The Steelcase Gesture is the brand’s flagship office chair. I took one for a ride at Steelcase’s headquarters in Sydney to see what the fuss is about – and was quite surprised.
On one hand, it’s an expensive, somewhat boring-looking office chair. It certainly doesn’t look like one of the best office chairs on the market at first sight.
On the other hand, Steelcase is famous for its laser-like focus on comfort and ergonomics. Maybe this $1,900 contraption is a sleeper that will blow me away?
|No Shortage Of Adjustments. The Gesture is one of the most adjustable office chairs on the market. Everything moves.||Expensive. I’m not sure that it’s better than the Steelcase Leap.|
|Amazing Headrest. This is from a guy who hates headrests!||Doesn’t look expensive. Not an office chair that will turn heads.|
Reasons To Buy The Steelcase Gesture Office Chair.
Above: Steelcase Gesture looks reasonably charismatic but somewhat boring.
This office chair was made for taller people! The 54 cm tall backrest does a great job of covering my entire back, while the lumbar support offers a lot of adjustment in the vertical plane.
Tall people will also appreciate the Steelcase Gesture’s seat depth adjustment.
A roller on the right hand side of the seat pan controls adds or subtracts about 10 cm of real estate to help you dial in the right amount of support under your thighs.
Above: Adjustable armrests move in all directions and adjust in 4 dimensions.
As you would expect in a flagship office chair, everything adjusts. You get an excellent recline with tension and tilt limiters and one of the best headrests I’ve ever seen on an office chair.
Most office chairs allow you to adjust the headrest for height and reach, but the Steelcase Gesture chair allows you to swivel it 180 degrees from front to back.
The ability to point the armrests at 90 degrees in the direction of the seat pan seems weird at first, but it’s great for folks who use their phones while sitting in the chair.
Above: The headrest is almost over-engineered.
The armrests create a mini table to rest your forearms on while you scroll or text.
Durability and build quality are up there with the best office chairs on the market.
The fabric and armrest plastics feel expensive to the touch, while the 12-year warranty beats out all other office chairs on the market (except Herman Miller).
The warranty is only available to the original buyer. If you buy the Gesture chair second-hand, you’re not covered.
The seat pan is very comfortable. I like the cheaper Steelcase Leap‘s seat because it offers more flexibility, but this one is not a deal breaker.
The padding is thick enough to ensure you don’t feel the plastic underneath, but thin enough to keep your backside ventilated and cool.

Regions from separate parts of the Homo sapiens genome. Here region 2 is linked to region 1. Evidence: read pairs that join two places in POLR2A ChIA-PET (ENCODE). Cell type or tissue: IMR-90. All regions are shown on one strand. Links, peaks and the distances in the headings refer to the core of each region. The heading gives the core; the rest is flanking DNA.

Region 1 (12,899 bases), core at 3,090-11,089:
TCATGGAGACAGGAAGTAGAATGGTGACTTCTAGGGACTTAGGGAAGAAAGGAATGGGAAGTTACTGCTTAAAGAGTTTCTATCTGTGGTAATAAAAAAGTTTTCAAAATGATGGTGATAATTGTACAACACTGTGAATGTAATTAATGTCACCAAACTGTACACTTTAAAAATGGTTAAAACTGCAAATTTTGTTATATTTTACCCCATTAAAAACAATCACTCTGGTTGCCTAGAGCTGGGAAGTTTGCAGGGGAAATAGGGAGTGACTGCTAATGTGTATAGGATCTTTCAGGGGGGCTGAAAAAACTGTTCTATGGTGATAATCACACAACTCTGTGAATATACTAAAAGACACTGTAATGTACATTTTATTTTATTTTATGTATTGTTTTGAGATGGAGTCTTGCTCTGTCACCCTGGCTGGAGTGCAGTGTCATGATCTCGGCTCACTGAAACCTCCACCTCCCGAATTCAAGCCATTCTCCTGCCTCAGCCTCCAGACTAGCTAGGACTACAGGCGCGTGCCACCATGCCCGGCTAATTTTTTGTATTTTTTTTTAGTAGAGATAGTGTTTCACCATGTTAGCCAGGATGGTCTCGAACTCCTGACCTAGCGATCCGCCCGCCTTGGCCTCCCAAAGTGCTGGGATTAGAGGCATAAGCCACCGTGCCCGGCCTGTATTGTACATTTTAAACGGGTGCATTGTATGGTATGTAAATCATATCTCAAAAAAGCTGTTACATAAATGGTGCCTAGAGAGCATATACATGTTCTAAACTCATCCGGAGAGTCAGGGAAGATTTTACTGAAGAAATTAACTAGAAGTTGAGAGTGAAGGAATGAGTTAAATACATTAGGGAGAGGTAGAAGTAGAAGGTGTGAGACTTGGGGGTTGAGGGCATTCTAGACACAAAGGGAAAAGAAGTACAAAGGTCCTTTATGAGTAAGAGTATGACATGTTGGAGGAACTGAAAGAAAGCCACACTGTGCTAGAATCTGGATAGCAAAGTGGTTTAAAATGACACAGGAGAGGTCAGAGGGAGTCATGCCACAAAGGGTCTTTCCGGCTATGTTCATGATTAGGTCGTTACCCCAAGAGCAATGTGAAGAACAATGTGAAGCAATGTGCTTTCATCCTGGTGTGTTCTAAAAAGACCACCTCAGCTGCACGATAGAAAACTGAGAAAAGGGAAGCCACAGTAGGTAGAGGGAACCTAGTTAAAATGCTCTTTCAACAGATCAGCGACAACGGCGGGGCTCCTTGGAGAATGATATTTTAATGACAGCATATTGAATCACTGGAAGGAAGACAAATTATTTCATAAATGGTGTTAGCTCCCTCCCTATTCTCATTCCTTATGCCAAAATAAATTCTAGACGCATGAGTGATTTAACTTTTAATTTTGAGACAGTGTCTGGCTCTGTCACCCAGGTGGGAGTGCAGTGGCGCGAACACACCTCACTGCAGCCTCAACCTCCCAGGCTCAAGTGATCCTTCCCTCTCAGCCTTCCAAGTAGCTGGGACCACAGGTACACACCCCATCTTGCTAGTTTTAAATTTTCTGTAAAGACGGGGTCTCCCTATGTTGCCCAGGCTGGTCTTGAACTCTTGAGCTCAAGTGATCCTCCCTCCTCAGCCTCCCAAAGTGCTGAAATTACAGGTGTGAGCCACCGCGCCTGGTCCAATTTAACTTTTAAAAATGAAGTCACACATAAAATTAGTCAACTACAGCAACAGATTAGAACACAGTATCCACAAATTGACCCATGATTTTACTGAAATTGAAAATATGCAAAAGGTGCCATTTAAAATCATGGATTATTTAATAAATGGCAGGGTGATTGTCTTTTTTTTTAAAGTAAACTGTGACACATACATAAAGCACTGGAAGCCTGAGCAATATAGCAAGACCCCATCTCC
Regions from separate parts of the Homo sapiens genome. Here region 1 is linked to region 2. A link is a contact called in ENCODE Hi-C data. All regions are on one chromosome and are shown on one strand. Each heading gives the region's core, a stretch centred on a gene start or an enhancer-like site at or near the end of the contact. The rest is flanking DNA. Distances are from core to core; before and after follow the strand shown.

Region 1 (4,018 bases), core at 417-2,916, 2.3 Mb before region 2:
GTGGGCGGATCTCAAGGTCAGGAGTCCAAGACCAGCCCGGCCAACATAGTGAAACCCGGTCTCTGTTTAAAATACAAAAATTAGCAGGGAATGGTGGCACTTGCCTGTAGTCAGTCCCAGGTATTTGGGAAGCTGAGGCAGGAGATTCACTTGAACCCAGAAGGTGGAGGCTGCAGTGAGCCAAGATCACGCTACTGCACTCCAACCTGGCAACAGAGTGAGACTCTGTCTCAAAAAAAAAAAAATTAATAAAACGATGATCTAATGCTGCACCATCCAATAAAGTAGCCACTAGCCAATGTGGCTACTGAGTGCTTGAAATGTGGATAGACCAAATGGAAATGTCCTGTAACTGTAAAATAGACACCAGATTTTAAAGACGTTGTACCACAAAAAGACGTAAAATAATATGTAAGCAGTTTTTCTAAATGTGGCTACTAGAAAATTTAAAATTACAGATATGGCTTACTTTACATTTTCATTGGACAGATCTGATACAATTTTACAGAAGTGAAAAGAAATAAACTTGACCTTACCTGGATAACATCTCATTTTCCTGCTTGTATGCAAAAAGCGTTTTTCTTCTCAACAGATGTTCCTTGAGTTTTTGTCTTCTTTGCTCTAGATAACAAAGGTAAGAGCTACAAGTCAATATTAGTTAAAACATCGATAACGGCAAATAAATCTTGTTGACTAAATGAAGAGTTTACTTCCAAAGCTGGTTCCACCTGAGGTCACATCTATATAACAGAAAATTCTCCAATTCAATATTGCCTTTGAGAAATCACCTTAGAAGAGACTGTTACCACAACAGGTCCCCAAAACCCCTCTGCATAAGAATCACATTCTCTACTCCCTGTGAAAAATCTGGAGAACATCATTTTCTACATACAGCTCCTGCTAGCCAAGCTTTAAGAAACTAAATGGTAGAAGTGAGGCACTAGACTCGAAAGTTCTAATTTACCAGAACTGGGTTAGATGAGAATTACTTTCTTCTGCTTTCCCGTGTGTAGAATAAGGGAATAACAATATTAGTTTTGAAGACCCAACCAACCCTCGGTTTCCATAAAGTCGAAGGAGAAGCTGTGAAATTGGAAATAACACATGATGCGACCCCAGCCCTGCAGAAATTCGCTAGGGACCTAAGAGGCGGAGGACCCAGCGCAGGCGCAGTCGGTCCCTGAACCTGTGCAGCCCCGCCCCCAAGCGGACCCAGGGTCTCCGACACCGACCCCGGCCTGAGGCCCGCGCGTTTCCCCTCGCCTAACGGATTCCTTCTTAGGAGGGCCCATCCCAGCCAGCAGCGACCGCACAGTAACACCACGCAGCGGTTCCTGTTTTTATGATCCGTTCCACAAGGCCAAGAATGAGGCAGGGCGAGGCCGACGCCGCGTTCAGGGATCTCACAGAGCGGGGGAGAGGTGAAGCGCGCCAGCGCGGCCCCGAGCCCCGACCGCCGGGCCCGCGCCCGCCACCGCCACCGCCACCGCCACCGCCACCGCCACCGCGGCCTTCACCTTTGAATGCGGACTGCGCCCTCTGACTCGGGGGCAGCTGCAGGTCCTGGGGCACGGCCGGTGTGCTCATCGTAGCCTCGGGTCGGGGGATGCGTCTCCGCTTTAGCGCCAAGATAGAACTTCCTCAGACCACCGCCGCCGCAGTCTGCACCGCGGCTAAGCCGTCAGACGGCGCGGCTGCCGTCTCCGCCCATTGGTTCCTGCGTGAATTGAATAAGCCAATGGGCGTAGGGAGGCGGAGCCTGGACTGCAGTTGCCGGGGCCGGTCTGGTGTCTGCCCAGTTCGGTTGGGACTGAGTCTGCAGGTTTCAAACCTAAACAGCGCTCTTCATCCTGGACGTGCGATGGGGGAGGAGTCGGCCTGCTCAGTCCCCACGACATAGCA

Above: Does the Gesture office chair look like it costs almost $2,000?
Where The Steelcase Gesture Falls Short.
The Gesture chair is not ideal for people who tend to get hot. Construction is entirely fabric, with no mesh in sight – and the thick padding I mentioned earlier does a very good job of trapping your body heat.
I don’t think that people who work in air-conditioned offices of Melbourne will have any problems, but those who live north of Brisbane may want to look elsewhere.
While Americans get over 70 colour and fabric options, Australians get only 6. Worse, most of them are very subdued, grey colours. Light pink and light blue are as exciting as an Australian Gesture gets.
I suspect Steelcase does this because Australia is a much smaller market than the US, and having dozens of model choices would create warehousing nightmares.
Nevertheless, it means you and I are stuck with a somewhat boring-looking (albeit modern) office chair.
People who like aggressive lumbar will like it, but everybody else will find it too firm. It also doesn’t go far enough, making it suboptimal for people less than 170 cm in height.
Above: The reverse C-shape of the Gesture’s lumbar region is quite pronounced.
The backrest, while supportive, doesn’t flex and bend like that of the Leap ($1,400) or the Herman Miller Embody ($3,000).
It’s not so great for people who like to stretch and move a lot in their chairs because it’s not very flexible, and doesn’t wrap around your back.
It’s a chair you sit on, rather than sit in.
Weighing in at 26 kg, it can be difficult to maneuver around your room. Make sure you have a spare set of hands on standby if you need to lift it.
How The Steelcase Gesture Stacks Up.
The Gesture chair scores highly in all areas except aesthetics and cost.
|Build Quality & Waranty||5/5|
My Verdict On The Steelcase Gesture Office Chair.
The Gesture has a lot of potential. It’s supremely comfortable, built well and offers an almost unbeatable range of adjustments.
But its design is too safe for my liking. There’s something distinctly “office cubicle” about it. A wider range of colours would alleviate this issue, but alas – for now, it’s not on the table.
If I wanted to buy a black ergonomic office chair with plenty of adjustments, I’d go for the $750 Ergotune Supreme instead – and pocket the $1150 of spare change.